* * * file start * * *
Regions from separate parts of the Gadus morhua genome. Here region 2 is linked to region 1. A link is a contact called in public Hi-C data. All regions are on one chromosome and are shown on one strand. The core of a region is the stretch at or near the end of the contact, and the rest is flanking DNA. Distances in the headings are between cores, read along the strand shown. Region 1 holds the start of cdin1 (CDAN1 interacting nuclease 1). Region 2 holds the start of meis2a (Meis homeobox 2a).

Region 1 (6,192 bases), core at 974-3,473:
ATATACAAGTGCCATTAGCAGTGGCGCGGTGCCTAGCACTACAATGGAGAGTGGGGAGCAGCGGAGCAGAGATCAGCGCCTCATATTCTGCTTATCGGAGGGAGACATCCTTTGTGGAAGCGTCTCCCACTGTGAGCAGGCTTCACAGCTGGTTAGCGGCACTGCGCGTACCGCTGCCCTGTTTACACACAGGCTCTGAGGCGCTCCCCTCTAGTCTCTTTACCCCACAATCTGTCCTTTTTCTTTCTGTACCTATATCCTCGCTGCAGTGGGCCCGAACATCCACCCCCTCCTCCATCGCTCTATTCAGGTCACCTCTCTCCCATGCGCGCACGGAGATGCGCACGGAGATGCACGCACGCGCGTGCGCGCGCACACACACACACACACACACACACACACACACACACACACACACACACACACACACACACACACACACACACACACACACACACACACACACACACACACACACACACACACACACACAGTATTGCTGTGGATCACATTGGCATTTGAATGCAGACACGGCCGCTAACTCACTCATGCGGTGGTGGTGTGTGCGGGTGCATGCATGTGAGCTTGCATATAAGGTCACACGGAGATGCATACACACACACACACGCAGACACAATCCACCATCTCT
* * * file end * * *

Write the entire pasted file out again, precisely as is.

Regions from separate parts of the Gadus morhua genome. Here region 2 is linked to region 1. A link is a contact called in public Hi-C data. All regions are on one chromosome and are shown on one strand. The core of a region is the stretch at or near the end of the contact, and the rest is flanking DNA. Distances in the headings are between cores, read along the strand shown. Region 1 holds the start of cdin1 (CDAN1 interacting nuclease 1). Region 2 holds the start of meis2a (Meis homeobox 2a).

Region 1 (6,192 bases), core at 974-3,473:
ATATACAAGTGCCATTAGCAGTGGCGCGGTGCCTAGCACTACAATGGAGAGTGGGGAGCAGCGGAGCAGAGATCAGCGCCTCATATTCTGCTTATCGGAGGGAGACATCCTTTGTGGAAGCGTCTCCCACTGTGAGCAGGCTTCACAGCTGGTTAGCGGCACTGCGCGTACCGCTGCCCTGTTTACACACAGGCTCTGAGGCGCTCCCCTCTAGTCTCTTTACCCCACAATCTGTCCTTTTTCTTTCTGTACCTATATCCTCGCTGCAGTGGGCCCGAACATCCACCCCCTCCTCCATCGCTCTATTCAGGTCACCTCTCTCCCATGCGCGCACGGAGATGCGCACGGAGATGCACGCACGCGCGTGCGCGCGCACACACACACACACACACACACACACACACACACACACACACACACACACACACACACACACACACACACACACACACACACACACACACACACACACACACACACACACACACACACAGTATTGCTGTGGATCACATTGGCATTTGAATGCAGACACGGCCGCTAACTCACTCATGCGGTGGTGGTGTGTGCGGGTGCATGCATGTGAGCTTGCATATAAGGTCACACGGAGATGCATACACACACACACACGCAGACACAATCCACCATCTCT